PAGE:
Following are some guidelines to assist you in determining to whom you wish to extend credit and how to go about collecting on those accounts.
* Assess the patient/client’s credit worthiness before extending any sort of credit. Have them fill out a “credit application” (see sample in the Form section,) and verify the information supplied.
* Always charge for any credit extended, using a monthly percentage or a flat service fee.
* When extending credit of any kind, have the patient/client sign an agreement covering the terms of the credit. Ensure that they fully understand and agree to the terms of payment.
* Monitor all accounts monthly so that you know who may be delinquent. Take immediate action on any account over 30 days past due. The older an account gets, the more difficult it will be to collect. Call the patient/client right away and make arrangements to bring the account current.
* Flag past due accounts by putting a red self-adhesive dot on the upper right corner of the patient/client’s chart folder. In this way it is easier for any staff person to see that the patient/client has a past due account and it will be more likely to get addressed.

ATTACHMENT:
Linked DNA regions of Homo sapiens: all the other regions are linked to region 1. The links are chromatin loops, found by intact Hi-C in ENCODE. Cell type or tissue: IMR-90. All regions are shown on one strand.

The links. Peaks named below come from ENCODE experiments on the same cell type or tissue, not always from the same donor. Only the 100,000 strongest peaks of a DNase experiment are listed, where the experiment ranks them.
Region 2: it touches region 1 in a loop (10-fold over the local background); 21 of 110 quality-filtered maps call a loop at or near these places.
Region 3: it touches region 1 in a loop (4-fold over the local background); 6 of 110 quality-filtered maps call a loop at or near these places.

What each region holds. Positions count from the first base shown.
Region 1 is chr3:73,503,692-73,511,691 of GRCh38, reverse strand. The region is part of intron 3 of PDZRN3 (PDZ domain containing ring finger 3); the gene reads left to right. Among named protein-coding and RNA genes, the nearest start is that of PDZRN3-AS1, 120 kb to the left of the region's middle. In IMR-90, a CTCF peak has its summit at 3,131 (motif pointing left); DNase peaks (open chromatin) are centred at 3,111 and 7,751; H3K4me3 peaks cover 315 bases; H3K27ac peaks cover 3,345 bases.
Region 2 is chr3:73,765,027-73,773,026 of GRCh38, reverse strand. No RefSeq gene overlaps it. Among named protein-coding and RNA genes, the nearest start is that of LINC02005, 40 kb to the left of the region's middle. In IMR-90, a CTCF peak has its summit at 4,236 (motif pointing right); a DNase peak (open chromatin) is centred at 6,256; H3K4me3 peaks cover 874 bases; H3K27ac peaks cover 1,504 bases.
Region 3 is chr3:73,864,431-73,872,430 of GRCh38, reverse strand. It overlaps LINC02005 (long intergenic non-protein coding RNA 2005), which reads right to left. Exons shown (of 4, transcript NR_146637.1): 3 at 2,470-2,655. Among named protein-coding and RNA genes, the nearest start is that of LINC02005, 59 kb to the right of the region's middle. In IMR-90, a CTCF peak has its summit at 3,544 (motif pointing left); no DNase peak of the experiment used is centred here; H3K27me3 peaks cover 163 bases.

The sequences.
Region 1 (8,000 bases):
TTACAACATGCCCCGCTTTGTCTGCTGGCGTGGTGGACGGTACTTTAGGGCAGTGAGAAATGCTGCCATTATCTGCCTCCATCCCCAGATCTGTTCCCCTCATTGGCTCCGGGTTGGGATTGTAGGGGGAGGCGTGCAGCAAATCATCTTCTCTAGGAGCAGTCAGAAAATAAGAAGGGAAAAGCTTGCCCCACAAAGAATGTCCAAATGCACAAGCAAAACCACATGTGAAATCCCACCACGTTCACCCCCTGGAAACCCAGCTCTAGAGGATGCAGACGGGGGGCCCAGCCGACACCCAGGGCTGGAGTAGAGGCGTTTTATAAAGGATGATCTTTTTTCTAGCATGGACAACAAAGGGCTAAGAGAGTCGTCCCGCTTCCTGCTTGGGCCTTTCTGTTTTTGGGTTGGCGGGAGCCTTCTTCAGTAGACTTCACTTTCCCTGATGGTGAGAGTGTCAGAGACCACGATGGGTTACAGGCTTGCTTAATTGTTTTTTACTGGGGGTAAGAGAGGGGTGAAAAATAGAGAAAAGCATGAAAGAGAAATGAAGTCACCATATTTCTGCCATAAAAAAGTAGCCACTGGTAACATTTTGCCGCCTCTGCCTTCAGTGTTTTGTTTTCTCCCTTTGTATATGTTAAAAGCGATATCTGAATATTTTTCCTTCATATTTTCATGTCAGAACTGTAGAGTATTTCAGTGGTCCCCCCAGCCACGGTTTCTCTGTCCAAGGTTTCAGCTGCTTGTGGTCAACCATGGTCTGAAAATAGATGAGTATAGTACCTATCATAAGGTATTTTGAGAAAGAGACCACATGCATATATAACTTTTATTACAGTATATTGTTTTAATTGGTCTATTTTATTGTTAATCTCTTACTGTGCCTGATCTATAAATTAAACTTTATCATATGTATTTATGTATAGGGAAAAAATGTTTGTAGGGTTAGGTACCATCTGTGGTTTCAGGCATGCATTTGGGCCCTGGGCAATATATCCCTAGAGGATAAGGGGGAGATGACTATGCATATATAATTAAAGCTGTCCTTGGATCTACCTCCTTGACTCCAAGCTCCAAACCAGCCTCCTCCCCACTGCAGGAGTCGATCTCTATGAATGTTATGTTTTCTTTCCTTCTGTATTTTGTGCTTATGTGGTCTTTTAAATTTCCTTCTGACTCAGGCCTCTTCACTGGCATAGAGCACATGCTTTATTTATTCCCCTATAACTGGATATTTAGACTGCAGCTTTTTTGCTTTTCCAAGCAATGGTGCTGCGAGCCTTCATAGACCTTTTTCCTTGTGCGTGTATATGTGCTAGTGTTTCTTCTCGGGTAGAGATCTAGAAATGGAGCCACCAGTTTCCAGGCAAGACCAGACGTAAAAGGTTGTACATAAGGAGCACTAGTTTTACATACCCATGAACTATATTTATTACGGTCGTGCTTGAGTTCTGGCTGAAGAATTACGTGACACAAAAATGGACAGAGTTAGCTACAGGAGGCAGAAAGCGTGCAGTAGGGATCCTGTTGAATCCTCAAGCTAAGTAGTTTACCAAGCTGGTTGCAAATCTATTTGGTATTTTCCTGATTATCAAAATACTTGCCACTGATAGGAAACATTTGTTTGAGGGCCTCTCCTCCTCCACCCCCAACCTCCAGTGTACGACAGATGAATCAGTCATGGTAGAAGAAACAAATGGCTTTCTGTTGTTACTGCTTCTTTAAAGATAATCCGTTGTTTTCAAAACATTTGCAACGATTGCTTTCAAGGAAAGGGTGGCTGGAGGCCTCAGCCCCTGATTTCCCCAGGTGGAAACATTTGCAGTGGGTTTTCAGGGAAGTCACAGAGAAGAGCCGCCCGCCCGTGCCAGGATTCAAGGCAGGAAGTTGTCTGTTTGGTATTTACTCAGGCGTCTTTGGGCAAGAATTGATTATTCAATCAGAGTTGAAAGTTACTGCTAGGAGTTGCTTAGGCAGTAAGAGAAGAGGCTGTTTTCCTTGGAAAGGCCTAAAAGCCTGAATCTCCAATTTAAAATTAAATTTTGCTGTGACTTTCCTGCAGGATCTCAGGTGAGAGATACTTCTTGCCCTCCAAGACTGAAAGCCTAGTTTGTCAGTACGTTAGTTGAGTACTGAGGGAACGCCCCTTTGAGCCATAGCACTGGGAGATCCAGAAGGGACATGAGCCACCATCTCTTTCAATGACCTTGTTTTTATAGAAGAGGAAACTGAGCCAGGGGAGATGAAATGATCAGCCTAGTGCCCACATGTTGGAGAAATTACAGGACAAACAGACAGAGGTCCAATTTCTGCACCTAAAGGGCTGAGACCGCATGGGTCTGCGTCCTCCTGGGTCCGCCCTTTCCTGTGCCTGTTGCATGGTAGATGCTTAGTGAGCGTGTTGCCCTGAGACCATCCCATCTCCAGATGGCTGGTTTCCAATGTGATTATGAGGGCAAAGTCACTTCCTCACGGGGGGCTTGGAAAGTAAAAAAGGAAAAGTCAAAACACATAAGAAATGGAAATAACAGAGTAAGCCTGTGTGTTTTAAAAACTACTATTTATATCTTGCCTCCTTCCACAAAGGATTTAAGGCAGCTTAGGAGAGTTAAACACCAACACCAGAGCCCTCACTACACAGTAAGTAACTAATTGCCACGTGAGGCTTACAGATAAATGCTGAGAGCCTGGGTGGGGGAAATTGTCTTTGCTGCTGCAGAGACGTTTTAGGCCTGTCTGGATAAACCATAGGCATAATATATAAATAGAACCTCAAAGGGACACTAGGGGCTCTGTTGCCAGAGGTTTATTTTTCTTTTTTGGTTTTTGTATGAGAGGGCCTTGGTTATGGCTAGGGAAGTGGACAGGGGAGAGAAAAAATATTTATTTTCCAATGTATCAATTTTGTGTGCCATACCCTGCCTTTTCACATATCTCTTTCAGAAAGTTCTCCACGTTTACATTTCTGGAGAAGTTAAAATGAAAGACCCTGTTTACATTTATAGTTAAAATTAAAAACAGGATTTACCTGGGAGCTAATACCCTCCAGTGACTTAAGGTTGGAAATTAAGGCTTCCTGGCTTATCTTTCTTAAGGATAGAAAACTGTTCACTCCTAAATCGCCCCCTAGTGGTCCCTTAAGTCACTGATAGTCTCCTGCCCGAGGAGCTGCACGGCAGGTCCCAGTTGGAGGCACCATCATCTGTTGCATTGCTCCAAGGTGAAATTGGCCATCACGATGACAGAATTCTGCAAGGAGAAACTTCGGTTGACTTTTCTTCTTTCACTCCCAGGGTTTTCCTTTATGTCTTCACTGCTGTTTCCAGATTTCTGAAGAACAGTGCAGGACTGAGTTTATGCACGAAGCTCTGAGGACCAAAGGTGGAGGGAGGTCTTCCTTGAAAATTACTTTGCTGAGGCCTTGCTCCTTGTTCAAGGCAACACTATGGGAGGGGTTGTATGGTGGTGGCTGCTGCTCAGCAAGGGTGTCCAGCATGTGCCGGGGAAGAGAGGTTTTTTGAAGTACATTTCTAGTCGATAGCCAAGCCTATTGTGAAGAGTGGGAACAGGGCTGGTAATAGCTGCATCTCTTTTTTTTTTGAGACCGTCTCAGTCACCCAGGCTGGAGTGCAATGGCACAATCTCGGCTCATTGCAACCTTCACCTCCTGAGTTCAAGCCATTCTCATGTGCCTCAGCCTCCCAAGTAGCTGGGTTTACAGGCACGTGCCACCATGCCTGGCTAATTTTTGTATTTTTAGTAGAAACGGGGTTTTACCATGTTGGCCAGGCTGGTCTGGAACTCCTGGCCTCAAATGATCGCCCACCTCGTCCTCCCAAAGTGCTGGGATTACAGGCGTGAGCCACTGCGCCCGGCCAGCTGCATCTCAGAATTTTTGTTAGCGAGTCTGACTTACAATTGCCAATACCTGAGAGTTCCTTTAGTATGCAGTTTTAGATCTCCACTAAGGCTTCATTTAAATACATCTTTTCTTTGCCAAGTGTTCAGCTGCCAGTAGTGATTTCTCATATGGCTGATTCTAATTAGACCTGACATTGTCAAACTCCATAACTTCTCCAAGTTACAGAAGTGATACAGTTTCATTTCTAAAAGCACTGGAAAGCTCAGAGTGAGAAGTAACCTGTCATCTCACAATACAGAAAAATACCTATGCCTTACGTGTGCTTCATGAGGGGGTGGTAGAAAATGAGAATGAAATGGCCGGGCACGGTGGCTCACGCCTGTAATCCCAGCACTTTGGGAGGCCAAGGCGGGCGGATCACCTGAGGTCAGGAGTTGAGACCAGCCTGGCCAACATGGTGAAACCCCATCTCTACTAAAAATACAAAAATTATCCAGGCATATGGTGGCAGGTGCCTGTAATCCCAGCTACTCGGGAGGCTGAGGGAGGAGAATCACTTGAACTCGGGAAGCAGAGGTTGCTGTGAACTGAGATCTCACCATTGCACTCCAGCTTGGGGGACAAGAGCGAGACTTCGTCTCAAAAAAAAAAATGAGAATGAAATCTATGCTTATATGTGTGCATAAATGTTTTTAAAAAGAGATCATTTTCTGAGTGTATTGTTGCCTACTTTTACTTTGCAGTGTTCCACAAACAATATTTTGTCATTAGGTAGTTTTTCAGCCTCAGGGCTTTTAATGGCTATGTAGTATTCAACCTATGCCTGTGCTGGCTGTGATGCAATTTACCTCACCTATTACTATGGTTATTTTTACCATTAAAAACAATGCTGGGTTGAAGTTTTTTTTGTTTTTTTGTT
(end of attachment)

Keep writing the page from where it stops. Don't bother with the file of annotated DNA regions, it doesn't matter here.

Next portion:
* Each day review the schedule for the next day so that you will be prepared to see any patients/clients whose accounts need addressing. Confer with the receptionist on anyone who will need to be seen after their appointment, or from whom the receptionist would collect over-the counter.
* If a patient/client you had planned to collect from has forgotten his/her checkbook or does not have the agreed upon amount, the receptionist should contact the accounts manager or the office manager so that the matter can be addressed.
* Patients/clients with delinquent accounts, who are not making an attempt to handle it, should be sent to a collection agency. Again, this should be done as soon as possible before the account gets too old to realistically expect payment.
* Ensure that statements are accurate and are being mailed out every month on time and without fail. Utilize appropriate labels on the statements such as: Thank you for your payment.”